Henry Wadsworth Longfellow (February 27, 1807 March 24, 1882) was an American poet who wrote many works that are still famous today, including The Song of Hiawatha, Paul Revere's Ride and Evangeline. He also wrote the first ...
Every man must patiently bide his time. He must wait -- not in listless idleness but in constant, steady, cheerful endeavors, always willing and fulfilling and accomplishing his task, that when the occasion comes he may be equal to the occasion.
All the means of action -- the shapeless masses -- the materials -- lie everywhere about us. What we need is the celestial fire to change the flint into the transparent crystal, bright and clear. That fire is genius.
Doubtless criticism was originally benignant, pointing out the beauties of a work rather that its defects. The passions of men have made it malignant, as a bad heart of Procreates turned the bed, the symbol of repose, into an instrument of torture.
Write on your doors the saying wise and old. Be bold! and everywhere -- Be bold; Be not too bold! Yet better the excess Than the defect; better the more than less sustaineth him and the steadiness of his mind beareth him out.
Many readers judge of the power of a book by the shock it gives their feelings --as some savage tribes determine the power of muskets by their recoil; that being considered best which fairly prostrates the purchaser.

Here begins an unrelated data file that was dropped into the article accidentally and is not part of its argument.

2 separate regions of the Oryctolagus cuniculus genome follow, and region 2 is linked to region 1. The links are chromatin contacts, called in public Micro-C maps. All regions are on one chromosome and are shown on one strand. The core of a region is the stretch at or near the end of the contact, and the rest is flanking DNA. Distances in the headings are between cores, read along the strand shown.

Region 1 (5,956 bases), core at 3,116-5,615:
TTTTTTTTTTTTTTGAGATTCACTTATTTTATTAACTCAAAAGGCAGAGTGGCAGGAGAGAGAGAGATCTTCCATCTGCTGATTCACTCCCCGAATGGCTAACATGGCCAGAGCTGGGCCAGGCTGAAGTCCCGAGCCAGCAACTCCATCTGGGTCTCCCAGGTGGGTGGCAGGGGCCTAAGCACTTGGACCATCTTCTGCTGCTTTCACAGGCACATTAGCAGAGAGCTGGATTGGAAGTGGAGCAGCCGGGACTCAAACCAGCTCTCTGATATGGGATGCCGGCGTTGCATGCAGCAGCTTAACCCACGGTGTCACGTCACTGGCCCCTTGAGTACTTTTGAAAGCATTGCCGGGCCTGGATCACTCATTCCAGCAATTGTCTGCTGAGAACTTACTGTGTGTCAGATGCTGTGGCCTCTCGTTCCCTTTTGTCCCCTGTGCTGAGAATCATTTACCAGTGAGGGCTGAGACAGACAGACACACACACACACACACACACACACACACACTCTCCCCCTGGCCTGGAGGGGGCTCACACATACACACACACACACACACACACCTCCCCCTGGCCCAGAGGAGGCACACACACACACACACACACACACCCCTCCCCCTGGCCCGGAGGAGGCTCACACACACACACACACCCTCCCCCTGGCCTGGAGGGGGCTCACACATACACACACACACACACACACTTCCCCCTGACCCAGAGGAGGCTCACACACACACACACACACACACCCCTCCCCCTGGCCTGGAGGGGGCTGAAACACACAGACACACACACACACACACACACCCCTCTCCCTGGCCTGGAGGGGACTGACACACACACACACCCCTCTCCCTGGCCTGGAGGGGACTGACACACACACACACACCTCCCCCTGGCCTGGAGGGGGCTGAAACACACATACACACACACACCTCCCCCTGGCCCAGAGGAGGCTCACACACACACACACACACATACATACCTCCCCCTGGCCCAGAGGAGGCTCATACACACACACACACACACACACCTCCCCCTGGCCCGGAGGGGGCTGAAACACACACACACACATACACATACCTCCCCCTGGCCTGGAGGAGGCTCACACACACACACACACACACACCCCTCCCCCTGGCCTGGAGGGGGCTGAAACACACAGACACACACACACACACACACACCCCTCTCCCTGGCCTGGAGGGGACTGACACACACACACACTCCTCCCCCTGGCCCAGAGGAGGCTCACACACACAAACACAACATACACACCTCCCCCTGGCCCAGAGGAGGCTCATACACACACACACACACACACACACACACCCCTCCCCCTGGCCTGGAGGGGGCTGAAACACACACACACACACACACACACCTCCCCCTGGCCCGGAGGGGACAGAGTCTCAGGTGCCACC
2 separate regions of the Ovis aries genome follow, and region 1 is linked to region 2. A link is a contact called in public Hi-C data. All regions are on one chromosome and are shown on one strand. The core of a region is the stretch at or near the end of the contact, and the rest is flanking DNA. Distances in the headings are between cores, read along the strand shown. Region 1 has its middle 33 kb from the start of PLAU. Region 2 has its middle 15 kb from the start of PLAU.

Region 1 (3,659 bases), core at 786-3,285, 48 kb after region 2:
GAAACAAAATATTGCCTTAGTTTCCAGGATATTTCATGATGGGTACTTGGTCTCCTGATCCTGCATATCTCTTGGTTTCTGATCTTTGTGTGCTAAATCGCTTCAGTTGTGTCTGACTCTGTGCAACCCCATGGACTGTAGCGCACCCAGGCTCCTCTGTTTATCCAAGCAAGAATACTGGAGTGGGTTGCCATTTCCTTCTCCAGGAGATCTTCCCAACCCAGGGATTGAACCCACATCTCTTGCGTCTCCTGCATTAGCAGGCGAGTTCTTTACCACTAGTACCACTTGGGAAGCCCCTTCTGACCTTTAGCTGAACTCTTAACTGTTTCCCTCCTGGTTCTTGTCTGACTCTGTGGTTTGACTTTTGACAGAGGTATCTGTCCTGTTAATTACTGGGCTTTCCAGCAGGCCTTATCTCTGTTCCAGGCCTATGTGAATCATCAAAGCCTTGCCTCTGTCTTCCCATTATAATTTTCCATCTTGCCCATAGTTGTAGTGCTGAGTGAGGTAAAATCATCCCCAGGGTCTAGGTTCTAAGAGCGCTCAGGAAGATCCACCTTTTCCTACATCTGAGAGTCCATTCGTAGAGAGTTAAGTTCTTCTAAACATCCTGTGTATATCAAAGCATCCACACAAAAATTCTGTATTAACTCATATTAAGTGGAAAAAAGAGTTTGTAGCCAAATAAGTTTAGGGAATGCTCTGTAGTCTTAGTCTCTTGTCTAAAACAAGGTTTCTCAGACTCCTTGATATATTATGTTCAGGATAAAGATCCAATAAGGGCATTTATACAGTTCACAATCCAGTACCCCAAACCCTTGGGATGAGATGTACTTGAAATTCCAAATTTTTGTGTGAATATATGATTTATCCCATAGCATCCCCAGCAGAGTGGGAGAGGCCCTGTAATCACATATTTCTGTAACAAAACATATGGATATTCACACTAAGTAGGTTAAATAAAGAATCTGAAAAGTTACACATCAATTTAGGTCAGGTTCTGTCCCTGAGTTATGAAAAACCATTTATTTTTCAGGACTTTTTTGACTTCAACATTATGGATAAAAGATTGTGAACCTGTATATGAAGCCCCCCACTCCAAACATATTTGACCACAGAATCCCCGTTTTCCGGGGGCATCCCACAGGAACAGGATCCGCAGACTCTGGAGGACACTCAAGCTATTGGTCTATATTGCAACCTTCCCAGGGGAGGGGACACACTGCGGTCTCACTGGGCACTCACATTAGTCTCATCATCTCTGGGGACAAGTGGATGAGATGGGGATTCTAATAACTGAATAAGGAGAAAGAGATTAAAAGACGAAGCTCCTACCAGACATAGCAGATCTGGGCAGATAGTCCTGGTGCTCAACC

I feel a kind of reverence for the first books of young authors. There is so much aspiration in them, so much audacious hope and trembling fear, so much of the heart's history, that all errors and shortcomings are for a while lost sight of in the amiable self assertion of youth.
Ah, to build, to build! That is the noblest art of all the arts. Painting and sculpture are but images, are merely shadows cast by outward things on stone or canvas, having in themselves no separate existence. Architecture, existing in itself, and not in seeming a something it is not, surpasses them as substance shadow.
I venerate old age; and I love not the man who can look without emotion upon the sunset of life, when the dusk of evening begins to gather over the watery eye, and the shadows of twilight grow broader and deeper upon the understanding.
Were a star quenched on high,For ages would its light,Still travelling downward from the sky,Shine on our mortal sight. So when a great man dies,For years beyond our ken,The light he leaves behind him liesUpon the paths of men.
The gentle wind, a sweet and passionate wooer, Kisses the blushing leaf, and stirs up life Within the solemn woods of ash deep-crimsoned, And silver beech, and maple yellow-leaved,
Where Autumn, like a faint old man, sits down By the wayside a-weary.